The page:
Dr. Hurd: I found your article through Google, the one about not letting people impose on you if you own a vacation house. This led to a personal question of mine.
After many years, including being married, I have concluded that I prefer to live alone. I don’t want any more mates, roommates, etc. living with me and I feel less stressed not having to consider someone else in my environment. It’s completely my choice, and I’m happy with it. However, my brother is staying with me because of some recent unemployment. He got his job and he is now paying rent to stay here. I want him to move out, as I thought we had understood when we first discussed this. My question to you: How can I explain my personal space bubble without offending another person? He is active in being a good roommate so it isn’t about anything outside of my preference and peace in living by myself. If you have any ideas on how to say that without offending him that would be great.
Dr. Hurd’s reply: First of all, don’t expect your brother to understand. Obviously he’s pretty content
to keep living with you, even after he once again became employed. Don’t mistake his inability to understand why you want to live alone for hurt feelings. Confusion isn’t hurt.
Tell him you don’t expect him to understand, and that’s OK. Tell him you know you’re in the minority on this subject. Actually, you’re not. Although more people prefer the company of a spouse or romantic partner than not, most who are single adults prefer their own space over having roommates. Roommates are for college students and young people, not middle-aged or older adults. At least, that’s how most people feel.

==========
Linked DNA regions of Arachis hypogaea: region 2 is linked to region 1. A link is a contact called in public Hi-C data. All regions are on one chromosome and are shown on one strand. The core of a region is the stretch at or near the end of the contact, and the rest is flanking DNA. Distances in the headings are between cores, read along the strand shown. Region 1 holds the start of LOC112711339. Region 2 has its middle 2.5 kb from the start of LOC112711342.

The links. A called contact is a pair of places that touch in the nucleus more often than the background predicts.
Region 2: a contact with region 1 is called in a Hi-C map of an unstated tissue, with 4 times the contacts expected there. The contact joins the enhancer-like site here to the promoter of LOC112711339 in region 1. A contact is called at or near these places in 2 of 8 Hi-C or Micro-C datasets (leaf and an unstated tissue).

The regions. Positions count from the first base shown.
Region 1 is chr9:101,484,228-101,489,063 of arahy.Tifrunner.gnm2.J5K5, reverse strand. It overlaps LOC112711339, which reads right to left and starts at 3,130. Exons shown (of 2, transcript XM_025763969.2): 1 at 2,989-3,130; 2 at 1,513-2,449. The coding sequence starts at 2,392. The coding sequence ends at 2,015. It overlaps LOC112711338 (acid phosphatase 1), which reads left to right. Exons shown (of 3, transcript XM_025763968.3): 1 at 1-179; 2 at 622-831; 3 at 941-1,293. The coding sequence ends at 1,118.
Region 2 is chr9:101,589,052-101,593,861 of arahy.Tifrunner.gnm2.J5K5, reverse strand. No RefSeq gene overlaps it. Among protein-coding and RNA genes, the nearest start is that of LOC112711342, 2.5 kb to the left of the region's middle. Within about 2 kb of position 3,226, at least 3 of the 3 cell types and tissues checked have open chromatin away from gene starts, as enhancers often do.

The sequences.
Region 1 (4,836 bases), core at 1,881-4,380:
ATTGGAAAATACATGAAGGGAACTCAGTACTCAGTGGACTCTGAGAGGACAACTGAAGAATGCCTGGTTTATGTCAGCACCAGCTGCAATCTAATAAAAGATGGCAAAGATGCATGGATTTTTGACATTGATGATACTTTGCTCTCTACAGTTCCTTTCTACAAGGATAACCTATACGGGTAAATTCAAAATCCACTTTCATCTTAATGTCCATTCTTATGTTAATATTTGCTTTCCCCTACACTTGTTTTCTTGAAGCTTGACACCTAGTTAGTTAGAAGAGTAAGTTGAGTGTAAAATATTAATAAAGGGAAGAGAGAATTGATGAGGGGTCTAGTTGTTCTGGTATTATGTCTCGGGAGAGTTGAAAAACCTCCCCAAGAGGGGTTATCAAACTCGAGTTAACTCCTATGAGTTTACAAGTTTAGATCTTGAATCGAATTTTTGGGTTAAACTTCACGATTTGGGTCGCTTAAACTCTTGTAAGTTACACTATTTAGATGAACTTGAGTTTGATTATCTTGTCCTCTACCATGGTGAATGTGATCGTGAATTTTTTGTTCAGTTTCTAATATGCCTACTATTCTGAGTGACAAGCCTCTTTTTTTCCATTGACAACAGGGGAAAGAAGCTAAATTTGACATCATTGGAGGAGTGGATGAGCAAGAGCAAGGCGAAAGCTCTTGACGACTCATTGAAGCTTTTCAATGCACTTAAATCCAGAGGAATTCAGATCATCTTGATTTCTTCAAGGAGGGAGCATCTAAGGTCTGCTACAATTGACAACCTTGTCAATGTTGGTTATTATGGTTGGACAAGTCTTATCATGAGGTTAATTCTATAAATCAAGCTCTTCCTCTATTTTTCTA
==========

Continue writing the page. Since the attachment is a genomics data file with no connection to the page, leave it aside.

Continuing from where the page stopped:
Tell him that you have always preferred to live alone. Tell him what you told me, that it’s a choice you made after years of living both by yourself and with others. Explain you were happy to help him out in a crisis, and you’re so glad the crisis is over. Ask him if he remembers your discussion that once he had a job again, he’d move out. Tell him the reason you brought that up wasn’t because you thought he’d take advantage of you, but because you knew he’d get back on his feet and you wanted to make sure he knew this was only temporary. Make the point, as many times as necessary and without defensiveness, “It’s not that I don’t like living with you. I just prefer living alone.” You might even add, if it’s true, that as roommates go, he has been a pretty good one.
The main thing is not to get defensive. If YOU don’t get defensive or hostile, it’s much less likely that HE will. If he does get defensive or hostile, stay calm anyway. The reason for this? Because you have nothing to be hostile about. Actually, if he prefers living with you — even when he can afford to move out — then it’s a backhanded compliment. He’s implying you’re a nice and fun person with whom to live.
It’s possible he’s scared. He lost his job once, so he knows what it’s like. He might feel like he could lose it again, and he likes the security of having you as a landlord rather than someone who might throw him out in 48 hours. Be understanding about that, but also remember that you’re not his keeper. Just as he’s not obliged to take care of you merely because you feel frightened about personal responsibility, you’re not obliged to take care of him, either. Sometimes the way to love another is to require them to stand on their own.
If you let him stay out of fear of hurting his feelings, your resentment will build and you’ll never feel the same way about him again. You’ll either resent him for “making” you have a roommate longer than you wished, or he’ll be a continuing reminder of how you let yourself down by being weak. Don’t do your brother any ill-gotten favors by sacrificing your own personal happiness for him. This is key.
Guilt-inspiring people love to foster guilt in others, starting in childhood, by telling them that the purpose of life is self-sacrifice. The more you sacrifice, the better you are (so we’re told). The worse it feels, the more moral you are (so it’s claimed). I’m hard pressed to find an idea more toxic than this, but it’s a prevalent one taught by every religious, secular, liberal, conservative, radical or conventional moralist I’ve just about ever encountered. I’m here to tell you just the opposite. You’re entitled to your own definition of happiness, so long as you take responsibility for making it happen.
If you can apply all this to the situation with your brother, maybe you’ll apply it in other areas of your life where self-respect and self-affirmation are needed. I wish you the best with it.